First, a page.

The four founders, Prajwal Zende, Rishabh Sawansukha, Ashutosh Sathe and Mandar Landhe, are IT professionals and have worked with companies such as the Oracle and IBM.

Cloudacar also plans to work with companies to offer personalized car pooling programmes for their employees. It has so far tied up with JLL India.

It claims that there are around 25 million cars in six major cities of India. Of this, around 78% cars travel with just one person.

It is likely to compete with Gurgaon-based Phonon Solutions Pvt. Ltd, the owner of car pooling app Orahi, which raised Rs.3.5 crore from early-stage investor Indian Angel Network (IAN) in January.

Last year, online taxi hailing service Ola (ANI Technologies Pvt. Ltd) and its San Francisco-based rival Uber too rolled out car pooling in Delhi, which allows private car owners to share a ride with co-passengers of their choice.

International companies like Brazil-based Tripda and French company Blah Blah Cars also launched their services in India last year.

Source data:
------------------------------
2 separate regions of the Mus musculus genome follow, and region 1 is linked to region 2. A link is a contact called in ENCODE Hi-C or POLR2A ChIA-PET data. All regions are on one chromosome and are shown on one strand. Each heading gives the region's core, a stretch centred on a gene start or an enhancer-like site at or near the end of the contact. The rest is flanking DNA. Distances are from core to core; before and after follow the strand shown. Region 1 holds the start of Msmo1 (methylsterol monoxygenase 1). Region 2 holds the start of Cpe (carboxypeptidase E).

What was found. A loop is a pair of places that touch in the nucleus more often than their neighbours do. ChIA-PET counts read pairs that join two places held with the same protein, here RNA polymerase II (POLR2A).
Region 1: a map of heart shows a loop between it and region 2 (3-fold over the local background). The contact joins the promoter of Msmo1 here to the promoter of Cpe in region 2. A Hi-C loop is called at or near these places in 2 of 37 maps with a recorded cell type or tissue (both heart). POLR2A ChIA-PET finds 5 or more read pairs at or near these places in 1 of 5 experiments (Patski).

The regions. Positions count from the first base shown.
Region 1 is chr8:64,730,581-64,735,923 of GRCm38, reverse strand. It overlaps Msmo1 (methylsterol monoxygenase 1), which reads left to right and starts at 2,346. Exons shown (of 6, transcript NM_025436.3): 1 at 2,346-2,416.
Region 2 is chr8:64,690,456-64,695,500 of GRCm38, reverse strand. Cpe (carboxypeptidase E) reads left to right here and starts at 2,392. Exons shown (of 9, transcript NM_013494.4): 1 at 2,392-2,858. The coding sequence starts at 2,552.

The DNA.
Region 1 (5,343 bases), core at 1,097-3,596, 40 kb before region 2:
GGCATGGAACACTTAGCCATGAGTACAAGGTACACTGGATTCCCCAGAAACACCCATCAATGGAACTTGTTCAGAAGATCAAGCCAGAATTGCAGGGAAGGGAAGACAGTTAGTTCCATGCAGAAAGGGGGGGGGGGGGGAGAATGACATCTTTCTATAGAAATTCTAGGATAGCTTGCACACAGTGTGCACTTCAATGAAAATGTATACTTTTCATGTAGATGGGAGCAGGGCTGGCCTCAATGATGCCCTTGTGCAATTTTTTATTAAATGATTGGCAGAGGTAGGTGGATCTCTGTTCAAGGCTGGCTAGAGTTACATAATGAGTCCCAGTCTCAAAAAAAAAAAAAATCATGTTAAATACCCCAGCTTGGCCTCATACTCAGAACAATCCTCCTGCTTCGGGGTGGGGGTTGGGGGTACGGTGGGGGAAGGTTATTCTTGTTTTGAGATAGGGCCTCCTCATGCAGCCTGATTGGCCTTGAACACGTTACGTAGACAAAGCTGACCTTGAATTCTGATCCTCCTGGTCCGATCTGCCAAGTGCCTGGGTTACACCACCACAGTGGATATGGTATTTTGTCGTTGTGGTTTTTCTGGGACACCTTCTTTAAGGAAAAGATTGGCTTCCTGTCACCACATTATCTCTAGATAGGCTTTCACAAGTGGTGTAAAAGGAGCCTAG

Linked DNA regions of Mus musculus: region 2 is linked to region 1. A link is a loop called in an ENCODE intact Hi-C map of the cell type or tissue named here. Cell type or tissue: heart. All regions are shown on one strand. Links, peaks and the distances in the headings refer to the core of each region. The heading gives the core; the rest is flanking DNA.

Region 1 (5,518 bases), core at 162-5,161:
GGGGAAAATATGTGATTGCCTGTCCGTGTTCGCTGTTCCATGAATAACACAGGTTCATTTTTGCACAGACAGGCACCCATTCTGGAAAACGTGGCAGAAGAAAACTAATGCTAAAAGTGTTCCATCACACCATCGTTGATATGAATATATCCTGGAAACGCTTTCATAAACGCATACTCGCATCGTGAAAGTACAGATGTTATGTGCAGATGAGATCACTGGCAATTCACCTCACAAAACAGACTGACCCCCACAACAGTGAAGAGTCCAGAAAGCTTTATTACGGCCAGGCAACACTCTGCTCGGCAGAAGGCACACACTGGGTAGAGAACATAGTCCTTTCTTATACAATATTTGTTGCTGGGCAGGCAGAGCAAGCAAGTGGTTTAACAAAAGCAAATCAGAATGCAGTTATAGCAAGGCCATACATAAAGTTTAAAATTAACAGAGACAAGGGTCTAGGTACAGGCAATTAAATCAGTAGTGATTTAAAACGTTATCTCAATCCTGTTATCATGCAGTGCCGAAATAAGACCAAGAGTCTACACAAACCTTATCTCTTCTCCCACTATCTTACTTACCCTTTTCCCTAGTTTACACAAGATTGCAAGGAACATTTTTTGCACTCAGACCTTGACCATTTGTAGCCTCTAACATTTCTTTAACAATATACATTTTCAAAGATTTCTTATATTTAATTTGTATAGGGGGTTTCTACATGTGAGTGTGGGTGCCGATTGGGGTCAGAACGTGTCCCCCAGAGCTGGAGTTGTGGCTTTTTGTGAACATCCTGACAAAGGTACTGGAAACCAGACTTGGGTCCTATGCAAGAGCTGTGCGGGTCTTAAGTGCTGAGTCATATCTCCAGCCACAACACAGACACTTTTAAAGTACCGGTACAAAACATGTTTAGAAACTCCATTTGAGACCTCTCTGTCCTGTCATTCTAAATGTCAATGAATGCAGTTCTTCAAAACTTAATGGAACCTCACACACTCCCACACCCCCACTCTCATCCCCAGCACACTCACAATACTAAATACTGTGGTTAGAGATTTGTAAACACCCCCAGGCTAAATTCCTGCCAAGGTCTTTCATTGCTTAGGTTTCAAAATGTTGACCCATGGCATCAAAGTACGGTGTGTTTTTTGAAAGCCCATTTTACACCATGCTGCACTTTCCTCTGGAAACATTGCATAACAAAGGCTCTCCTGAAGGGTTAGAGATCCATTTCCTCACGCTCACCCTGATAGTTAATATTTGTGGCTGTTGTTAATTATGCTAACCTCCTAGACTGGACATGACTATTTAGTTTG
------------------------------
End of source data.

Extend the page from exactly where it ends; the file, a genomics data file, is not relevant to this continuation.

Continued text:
According to a recent survey by Regus, a global workplace solutions provider, 26% of commuters in India spend over 90 minutes per day travelling to work and meetings. In addition, about 16% of all commuters drive to work on their own and, on average, 67% of respondents drive to work using their car, indicating the huge potential for car pooling services.


Ratan Tata backs start-up Teabox, turning active venture investor in retirement

The deal is the latest of about 25 personal investments that Ratan Tata has made in start-ups, helping spark an e-commerce boom in India along the way. Photo: Pradeep Gaur/MintThe deal is the latest of about 25 personal investments that Ratan Tata has made in start-ups, helping spark an e-commerce boom in India along the way. Photo: Pradeep Gaur/Mint